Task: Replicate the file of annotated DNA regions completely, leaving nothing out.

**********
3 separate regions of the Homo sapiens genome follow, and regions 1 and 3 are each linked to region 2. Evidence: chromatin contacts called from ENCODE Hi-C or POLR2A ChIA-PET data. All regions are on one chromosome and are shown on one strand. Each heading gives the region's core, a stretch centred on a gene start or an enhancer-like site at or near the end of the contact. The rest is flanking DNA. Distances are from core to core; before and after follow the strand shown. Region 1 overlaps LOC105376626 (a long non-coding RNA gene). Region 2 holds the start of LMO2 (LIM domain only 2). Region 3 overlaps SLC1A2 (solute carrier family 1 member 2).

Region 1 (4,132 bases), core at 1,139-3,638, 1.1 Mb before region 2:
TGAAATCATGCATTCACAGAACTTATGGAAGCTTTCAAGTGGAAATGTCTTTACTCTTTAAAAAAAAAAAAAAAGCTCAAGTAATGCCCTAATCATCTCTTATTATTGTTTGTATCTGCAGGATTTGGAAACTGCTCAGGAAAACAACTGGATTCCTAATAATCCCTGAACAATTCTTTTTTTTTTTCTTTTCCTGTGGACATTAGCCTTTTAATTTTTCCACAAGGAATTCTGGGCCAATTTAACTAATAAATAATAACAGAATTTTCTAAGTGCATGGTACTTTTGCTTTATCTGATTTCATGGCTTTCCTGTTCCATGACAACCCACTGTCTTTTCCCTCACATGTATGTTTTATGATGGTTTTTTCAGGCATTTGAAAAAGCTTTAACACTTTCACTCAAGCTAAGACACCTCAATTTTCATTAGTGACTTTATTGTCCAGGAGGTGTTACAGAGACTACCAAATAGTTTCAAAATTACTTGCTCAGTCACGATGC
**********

3 separate regions of the Homo sapiens genome follow, and regions 1 and 3 are each linked to region 2. Evidence: chromatin contacts called from ENCODE Hi-C or POLR2A ChIA-PET data. All regions are on one chromosome and are shown on one strand. Each heading gives the region's core, a stretch centred on a gene start or an enhancer-like site at or near the end of the contact. The rest is flanking DNA. Distances are from core to core; before and after follow the strand shown. Region 1 overlaps LOC105376626 (a long non-coding RNA gene). Region 2 holds the start of LMO2 (LIM domain only 2). Region 3 overlaps SLC1A2 (solute carrier family 1 member 2).

Region 1 (4,132 bases), core at 1,139-3,638, 1.1 Mb before region 2:
TGAAATCATGCATTCACAGAACTTATGGAAGCTTTCAAGTGGAAATGTCTTTACTCTTTAAAAAAAAAAAAAAAGCTCAAGTAATGCCCTAATCATCTCTTATTATTGTTTGTATCTGCAGGATTTGGAAACTGCTCAGGAAAACAACTGGATTCCTAATAATCCCTGAACAATTCTTTTTTTTTTTCTTTTCCTGTGGACATTAGCCTTTTAATTTTTCCACAAGGAATTCTGGGCCAATTTAACTAATAAATAATAACAGAATTTTCTAAGTGCATGGTACTTTTGCTTTATCTGATTTCATGGCTTTCCTGTTCCATGACAACCCACTGTCTTTTCCCTCACATGTATGTTTTATGATGGTTTTTTCAGGCATTTGAAAAAGCTTTAACACTTTCACTCAAGCTAAGACACCTCAATTTTCATTAGTGACTTTATTGTCCAGGAGGTGTTACAGAGACTACCAAATAGTTTCAAAATTACTTGCTCAGTCACGATGC